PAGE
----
[A “hudna”, by definition, is not a cease fire or even an armistice.
A “hudna” connotes a respite in the preparation for continued war.
The Islamic Encyclopedia says it best:
In other words, what the following article documents is that the Norwegian government is ready to
endorse a Hamas regime that promises to continue the war to obliterate the state of Israel.]
This article was written by reporter Samuel Sokol:
Jerusalem– The foreign ministry of Norway has sponsored an endorsement of Hamas’ “hudna”
The unofficial endorsement came in the form of a research paper published by the Norwegian NGO the Peace Research Institute, Oslo (PRIO) in 2010, entitled “Hamas’ concept of a long-term ceasefire: a viable alternative to full peace?”
The report was published as part of ministry of foreign affairs funded project entitled “the rule of Hamas in Gaza: rethinking the prospects for peace.”
In the report, researcher Dag Tuastad championed the Islamic concept of hudna, or temporary truce, as the solution to the current deadlock in Israel-Palestinian Authority talks.
Tuastad wrote that accepting a hudna “entails accepting that the final status cannot be fully agreed upon at this stage, but that does not mean that the alternative is war.”
Seemingly dismissing the Oslo paradigm of bi-lateral talks leading to mutual concessions and recognition, and ultimately ending in the establishment of a Palestinian state, Tuastad asks why Israelis have not taken Hamas up on its offer of an extended ceasefire based on a withdrawal from East Jerusalem and the West Bank.
“In terms of security,” he averred, “it is difficult to see what the risks are of taking the offer seriously…The questions is, is Israel willing to pay the political price for a hudna?”
Concluding the government sponsored report, Tuastad citing Hamas’ Lebanon branch head Osama Hamdan, writing that “in 10 years, if there is trust and people are happy, then there will be peace. If not, there will not be peace. It will be up to the next generation to decide. Hamas has offered a hudna and, on the basis of the sources quoted in this report, they are serious about it. They are still waiting for a response.”
The basic concept behind the Hamas offer is that while the group has stated that it will never extend recognition to Israel or set aside their “right” to “resistance,” it is willing to grant Israel a truce for a number of decades in exchange for territorial withdrawals and the establishment of a Palestinian state.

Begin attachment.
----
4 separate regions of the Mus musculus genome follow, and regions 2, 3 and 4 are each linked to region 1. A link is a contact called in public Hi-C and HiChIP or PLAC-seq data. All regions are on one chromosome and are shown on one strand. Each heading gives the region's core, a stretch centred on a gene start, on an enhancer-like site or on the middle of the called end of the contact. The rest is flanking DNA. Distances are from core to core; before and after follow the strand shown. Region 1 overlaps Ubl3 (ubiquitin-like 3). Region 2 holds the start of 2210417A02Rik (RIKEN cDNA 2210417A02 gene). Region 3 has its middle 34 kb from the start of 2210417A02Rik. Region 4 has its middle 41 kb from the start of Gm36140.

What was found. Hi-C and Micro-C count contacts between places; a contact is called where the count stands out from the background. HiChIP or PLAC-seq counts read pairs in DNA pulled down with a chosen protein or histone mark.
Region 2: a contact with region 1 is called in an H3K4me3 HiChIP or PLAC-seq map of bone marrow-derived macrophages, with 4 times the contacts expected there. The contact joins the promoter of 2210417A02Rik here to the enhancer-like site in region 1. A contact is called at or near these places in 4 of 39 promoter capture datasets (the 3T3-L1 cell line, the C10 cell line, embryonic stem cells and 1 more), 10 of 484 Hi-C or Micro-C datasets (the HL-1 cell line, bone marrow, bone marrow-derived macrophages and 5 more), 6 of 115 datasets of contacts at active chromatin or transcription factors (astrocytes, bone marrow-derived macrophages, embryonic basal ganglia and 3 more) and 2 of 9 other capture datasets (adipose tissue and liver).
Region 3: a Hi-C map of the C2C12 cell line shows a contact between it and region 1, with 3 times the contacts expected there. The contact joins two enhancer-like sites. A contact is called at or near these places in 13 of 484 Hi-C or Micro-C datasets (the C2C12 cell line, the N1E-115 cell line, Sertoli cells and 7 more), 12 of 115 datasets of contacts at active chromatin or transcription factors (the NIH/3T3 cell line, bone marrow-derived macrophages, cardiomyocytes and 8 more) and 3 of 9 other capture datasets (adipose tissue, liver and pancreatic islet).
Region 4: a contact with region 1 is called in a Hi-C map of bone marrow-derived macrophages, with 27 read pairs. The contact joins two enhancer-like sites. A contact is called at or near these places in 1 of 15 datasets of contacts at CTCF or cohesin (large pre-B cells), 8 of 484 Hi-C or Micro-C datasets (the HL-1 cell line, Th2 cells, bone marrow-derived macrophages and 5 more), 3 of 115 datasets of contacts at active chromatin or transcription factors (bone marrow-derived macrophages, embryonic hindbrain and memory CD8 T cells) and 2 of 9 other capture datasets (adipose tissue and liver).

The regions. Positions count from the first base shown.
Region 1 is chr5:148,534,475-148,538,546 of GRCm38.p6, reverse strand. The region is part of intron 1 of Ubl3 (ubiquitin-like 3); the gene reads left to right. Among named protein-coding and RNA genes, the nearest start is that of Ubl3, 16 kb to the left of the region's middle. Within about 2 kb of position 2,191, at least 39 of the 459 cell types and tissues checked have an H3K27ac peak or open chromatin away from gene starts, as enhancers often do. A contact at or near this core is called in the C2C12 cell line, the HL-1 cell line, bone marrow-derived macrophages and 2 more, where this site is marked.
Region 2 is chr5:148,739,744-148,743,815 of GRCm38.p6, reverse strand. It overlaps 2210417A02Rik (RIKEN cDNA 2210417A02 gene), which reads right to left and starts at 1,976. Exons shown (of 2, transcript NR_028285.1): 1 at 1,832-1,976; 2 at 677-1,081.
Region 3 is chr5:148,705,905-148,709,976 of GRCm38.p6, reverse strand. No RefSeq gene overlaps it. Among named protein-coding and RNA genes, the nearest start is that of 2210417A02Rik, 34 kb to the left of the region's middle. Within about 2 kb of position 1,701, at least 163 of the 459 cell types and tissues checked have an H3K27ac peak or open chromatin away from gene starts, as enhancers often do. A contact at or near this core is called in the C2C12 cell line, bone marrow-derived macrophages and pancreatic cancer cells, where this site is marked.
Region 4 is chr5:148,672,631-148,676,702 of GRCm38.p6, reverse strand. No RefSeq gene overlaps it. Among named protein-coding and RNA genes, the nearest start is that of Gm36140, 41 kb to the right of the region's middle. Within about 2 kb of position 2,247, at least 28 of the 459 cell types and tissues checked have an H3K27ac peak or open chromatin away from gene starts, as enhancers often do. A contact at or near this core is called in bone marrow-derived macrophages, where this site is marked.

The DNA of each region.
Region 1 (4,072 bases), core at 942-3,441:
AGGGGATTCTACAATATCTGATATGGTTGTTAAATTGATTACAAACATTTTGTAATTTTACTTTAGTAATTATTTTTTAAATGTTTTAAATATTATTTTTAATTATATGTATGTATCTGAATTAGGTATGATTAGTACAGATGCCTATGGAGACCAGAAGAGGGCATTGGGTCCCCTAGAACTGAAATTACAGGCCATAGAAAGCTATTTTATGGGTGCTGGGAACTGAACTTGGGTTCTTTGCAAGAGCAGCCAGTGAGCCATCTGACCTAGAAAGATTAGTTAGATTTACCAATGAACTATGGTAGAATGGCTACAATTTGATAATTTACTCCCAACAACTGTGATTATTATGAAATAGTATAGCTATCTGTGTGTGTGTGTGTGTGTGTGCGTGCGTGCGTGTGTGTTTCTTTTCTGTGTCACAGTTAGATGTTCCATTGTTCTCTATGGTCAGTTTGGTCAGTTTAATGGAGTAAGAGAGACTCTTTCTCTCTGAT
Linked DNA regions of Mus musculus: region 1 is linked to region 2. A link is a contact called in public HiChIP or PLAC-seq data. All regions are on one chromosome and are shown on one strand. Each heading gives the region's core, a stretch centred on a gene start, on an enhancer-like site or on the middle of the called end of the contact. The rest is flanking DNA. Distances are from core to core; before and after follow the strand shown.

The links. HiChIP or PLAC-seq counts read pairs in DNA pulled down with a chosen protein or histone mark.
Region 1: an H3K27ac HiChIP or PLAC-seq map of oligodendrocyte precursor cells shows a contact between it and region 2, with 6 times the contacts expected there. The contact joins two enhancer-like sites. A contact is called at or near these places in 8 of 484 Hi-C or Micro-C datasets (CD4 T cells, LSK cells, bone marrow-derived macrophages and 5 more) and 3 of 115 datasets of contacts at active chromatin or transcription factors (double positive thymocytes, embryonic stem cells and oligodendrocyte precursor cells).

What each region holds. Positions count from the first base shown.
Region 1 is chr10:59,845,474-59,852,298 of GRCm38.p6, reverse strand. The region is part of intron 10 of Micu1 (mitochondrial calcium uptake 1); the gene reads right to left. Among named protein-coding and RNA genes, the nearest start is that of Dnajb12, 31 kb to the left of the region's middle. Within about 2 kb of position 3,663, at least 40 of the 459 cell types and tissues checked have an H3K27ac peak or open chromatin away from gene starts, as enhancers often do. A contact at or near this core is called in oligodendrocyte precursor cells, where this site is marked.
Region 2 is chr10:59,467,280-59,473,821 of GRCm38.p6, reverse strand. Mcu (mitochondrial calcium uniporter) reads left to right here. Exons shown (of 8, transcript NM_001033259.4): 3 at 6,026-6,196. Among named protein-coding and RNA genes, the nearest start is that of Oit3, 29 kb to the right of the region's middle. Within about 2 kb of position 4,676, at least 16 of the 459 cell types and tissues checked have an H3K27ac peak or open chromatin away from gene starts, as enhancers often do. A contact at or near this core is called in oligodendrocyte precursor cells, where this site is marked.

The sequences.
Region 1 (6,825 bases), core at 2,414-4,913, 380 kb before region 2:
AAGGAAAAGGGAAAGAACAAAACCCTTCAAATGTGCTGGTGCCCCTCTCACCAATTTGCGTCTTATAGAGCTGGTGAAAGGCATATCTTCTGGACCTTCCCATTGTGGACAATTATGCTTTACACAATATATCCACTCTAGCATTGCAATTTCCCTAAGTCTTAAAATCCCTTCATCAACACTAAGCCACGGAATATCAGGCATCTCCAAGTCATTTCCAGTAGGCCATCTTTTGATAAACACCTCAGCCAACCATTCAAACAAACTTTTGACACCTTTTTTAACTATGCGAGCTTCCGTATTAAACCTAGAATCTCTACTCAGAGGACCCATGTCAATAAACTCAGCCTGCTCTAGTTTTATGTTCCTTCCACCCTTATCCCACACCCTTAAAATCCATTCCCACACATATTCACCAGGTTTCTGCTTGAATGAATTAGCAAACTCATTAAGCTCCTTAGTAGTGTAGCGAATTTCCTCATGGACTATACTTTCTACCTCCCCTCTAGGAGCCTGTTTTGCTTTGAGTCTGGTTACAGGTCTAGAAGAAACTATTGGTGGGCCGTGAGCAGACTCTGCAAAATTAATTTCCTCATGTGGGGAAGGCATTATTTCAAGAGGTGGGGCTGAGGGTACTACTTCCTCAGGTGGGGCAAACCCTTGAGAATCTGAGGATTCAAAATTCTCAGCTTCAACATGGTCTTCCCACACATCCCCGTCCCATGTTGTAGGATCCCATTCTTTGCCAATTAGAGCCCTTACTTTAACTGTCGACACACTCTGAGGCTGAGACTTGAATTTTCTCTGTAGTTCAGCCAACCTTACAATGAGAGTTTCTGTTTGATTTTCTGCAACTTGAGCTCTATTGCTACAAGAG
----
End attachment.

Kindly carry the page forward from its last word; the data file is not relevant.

Speaking with this correspondent from his house in Sur Baher last year, Hamas MP Ahmad Atoun explained how a hudna might be implemented.
According to the MP, who is currently residing in the Red Cross’ Jerusalem headquarters to avoid arrest by security forces, negotiations for a ceasefire will only be possible after an Israeli withdrawal. An extended ceasefire, he said, could last as long as thirty years.
Israel’s foreign ministry was quick to condemn the use of Norwegian government funds to sponsor the paper.
In a statement to the Five Towns Jewish Times, the ministry noted its disapproval of “official Norwegian monies go[ing] to promote Hamas politics,” a move that the ministry described as “extremely unsuitable.”
Ministry spokesman Yigal Palmor further noted that the issue of the indirect endorsement will be raised in a future dialogue with Norwegian officials regarding their relationship with Hamas, which he said is “contrary to Quartet policy.”
Frode Andersen, speaking for the Norwegian ministry of foreign affairs, told the Five Towns Jewish Times that “this research project is supported financially by the Norwegian Ministry of Foreign Affairs.”
Andersen dismissed allegations that his country was promoting Hamas’ political agenda, stating that “when it comes to the Israeli-Palestinian peace process, the Norwegian position remains support for a negotiated two state solution.”
“In Norway, decisions of governmental financial support to social science research projects are based on the quality of the projects, not the conclusions the researchers reach in the end. The conclusions of any given paper cannot be read as indicative of Norwegian government policy.”